The attempt to create a Western Sahara intergroup in the newly elected European Parliament is seen by some international relations experts as a “dangerous” move for the balance in the Sahara-Sahel region.
The Sahara-Sahel region came to the attention of media due to terrorist attacks that multiplied in recent months. The region is emerging as a new frontier in the fight against terrorist groups, as it is believed that extremist organizations, such as Al Qaida in the Islamic Maghreb, are spreading and posing threats to countries bordering the Sahara Desert.
The question of Western Sahara has been in the UN agenda for the last 40 years, under whose auspices a peace process is being negotiated among all parties involved: Algeria, Morocco, Mauritania, Polisario and representatives in Laayoune and Dakhla.
Creating a Western Sahara intergroup in the European Parliament would mean taking sides in a conflict, which could “undermine the UN peace process” and “send the wrong message to Morocco”, according to experts.
Morocco is a solid ally of the EU, namely in the areas of migration and security, for more than 10 years. Morocco holds the second largest cooperation portfolio on migration among the neighbouring countries of the EU. The EU funded numerous programmes in Morocco to promote the socio-economic integration and rights of migrants, to improve migration governance, to better manage the borders of the Maghreb region and to fight against human trafficking.
European countries have worked closely with Morocco on security, providing training and equipment for counter-terrorism and conducting some joint operations with the North African country. The two sides have exchanged intelligence information, Morocco being a priority country for Europol to conclude an operational agreement with.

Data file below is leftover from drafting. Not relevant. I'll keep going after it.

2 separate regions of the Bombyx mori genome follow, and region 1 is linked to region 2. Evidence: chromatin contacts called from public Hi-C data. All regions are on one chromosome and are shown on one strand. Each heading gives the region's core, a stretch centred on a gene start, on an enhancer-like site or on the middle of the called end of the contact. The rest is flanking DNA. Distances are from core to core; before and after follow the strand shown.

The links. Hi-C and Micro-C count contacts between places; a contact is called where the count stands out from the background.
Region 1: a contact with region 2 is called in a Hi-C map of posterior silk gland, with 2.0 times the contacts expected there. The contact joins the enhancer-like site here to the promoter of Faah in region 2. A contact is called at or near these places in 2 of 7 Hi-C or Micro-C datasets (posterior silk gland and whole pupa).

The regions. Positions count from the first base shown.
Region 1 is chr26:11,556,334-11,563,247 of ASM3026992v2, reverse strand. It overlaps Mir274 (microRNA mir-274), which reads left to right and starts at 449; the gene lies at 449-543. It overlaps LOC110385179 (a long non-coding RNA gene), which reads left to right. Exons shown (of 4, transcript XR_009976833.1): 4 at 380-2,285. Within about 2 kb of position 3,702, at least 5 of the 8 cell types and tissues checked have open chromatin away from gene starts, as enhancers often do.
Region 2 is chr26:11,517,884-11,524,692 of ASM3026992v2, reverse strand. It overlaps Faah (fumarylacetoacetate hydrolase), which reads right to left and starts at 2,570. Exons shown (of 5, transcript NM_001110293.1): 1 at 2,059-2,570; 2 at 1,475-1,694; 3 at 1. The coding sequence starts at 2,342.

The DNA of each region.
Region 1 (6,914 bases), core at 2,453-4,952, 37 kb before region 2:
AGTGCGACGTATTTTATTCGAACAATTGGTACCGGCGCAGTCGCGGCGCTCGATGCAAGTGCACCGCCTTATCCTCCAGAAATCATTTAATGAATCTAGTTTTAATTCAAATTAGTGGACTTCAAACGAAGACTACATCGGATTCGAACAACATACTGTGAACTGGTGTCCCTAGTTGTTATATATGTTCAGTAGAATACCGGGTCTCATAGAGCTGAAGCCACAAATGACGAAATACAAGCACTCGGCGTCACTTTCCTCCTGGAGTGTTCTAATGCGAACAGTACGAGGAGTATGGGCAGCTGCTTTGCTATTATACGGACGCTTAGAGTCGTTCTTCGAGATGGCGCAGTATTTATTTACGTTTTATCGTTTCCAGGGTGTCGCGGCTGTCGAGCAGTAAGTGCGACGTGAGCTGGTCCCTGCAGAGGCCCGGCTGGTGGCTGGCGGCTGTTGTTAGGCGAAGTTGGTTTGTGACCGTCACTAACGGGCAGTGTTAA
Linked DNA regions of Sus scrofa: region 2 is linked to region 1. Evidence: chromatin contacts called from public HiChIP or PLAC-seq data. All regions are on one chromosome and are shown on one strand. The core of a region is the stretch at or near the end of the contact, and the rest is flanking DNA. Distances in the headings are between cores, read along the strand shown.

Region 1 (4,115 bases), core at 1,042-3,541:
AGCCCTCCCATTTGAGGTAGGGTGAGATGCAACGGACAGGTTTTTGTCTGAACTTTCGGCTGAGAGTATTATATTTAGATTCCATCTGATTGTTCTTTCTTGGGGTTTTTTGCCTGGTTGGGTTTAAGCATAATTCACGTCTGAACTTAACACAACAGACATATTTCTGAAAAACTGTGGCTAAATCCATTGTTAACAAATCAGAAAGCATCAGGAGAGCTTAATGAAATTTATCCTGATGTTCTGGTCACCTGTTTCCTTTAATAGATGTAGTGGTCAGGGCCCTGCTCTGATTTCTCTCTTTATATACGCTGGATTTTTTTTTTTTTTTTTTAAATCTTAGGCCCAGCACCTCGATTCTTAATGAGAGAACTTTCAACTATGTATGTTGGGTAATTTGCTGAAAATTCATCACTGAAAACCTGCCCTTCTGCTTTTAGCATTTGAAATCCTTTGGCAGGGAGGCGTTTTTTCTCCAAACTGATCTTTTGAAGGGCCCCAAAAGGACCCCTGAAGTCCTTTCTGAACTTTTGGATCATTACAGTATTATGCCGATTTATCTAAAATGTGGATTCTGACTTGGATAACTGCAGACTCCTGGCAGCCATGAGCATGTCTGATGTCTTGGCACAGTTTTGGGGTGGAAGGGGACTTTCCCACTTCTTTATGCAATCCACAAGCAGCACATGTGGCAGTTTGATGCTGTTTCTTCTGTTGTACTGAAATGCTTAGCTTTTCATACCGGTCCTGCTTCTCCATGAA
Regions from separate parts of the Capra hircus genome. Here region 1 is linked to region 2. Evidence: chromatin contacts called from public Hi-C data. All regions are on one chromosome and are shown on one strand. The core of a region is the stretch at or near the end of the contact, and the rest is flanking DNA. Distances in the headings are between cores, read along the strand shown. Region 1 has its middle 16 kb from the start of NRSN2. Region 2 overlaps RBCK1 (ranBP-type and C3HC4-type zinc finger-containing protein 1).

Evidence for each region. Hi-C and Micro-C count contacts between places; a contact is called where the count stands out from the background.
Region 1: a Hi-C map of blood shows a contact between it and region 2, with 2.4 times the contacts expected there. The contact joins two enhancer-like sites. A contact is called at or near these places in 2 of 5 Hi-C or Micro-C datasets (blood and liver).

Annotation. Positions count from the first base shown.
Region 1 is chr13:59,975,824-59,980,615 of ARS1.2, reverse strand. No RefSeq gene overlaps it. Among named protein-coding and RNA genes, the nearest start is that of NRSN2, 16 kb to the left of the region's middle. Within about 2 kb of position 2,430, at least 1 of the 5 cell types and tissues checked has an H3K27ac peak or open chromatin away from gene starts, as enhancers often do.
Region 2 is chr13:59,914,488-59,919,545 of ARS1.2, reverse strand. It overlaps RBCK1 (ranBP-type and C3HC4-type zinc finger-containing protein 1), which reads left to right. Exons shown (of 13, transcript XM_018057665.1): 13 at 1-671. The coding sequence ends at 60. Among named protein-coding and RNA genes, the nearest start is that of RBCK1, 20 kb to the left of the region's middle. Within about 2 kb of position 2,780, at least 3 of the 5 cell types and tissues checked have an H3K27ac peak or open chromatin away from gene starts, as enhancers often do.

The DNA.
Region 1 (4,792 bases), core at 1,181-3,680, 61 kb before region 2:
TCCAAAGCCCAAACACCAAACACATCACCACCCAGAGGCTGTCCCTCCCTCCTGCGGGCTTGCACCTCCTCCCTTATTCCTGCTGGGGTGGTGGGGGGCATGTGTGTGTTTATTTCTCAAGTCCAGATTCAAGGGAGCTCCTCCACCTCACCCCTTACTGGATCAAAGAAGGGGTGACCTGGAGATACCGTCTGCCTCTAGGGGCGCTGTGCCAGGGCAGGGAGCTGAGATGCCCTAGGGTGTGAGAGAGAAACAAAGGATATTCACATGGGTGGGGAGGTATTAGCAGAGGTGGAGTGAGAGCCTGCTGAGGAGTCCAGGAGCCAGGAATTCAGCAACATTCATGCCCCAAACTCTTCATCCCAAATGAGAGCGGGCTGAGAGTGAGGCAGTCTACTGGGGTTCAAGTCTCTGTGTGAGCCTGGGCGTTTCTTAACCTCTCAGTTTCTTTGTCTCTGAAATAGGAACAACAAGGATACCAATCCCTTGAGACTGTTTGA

Last February, the European Parliament has given its consent to the Sustainable Fisheries Partnership Agreement between the EU and Morocco. The agreement, valid for 4 years, aims at promoting the sustainable development of the fisheries economy in Morocco, including Western Sahara. In parallel, the European Parliament has voted on the agriculture agreement between Morocco and the European Union, with the goal of increasing the agriculture trade between Morocco and its EU partners.
The conflict of Western Sahara resulted in the closure of the border between Morocco and Algeria some 30 years ago, hampering economic cooperation and limiting the potential for economic integration at the regional level. Algeria, on the other hand, is going through a political transformation and the issue of Western Sahara is being internally discussed among Algerian politicians.
Creating an intergroup in the European Parliament on Western Sahara (which is not recognised by any of the 28 EU Member States) in such a critical time could also be detrimental to these discussions. The European Parliament should also make sure that the EU’s food aid is not being diverted to the Tindouf camps in Algeria, controlled by Polisario – an issue which was recently highlighted by the European Anti-Fraud Office and the European Commission.
Taking these important developments into account, the European Parliament is expected to adopt a constructive and neutral stance towards the resolution of the Western Sahara conflict by respecting the recently revived UN peace process. Peace and security in the Sahara-Sahel region is of vital importance to the EU, which could only benefit from a stable and strong Maghreb as well as from stronger cooperation with its allies in the region.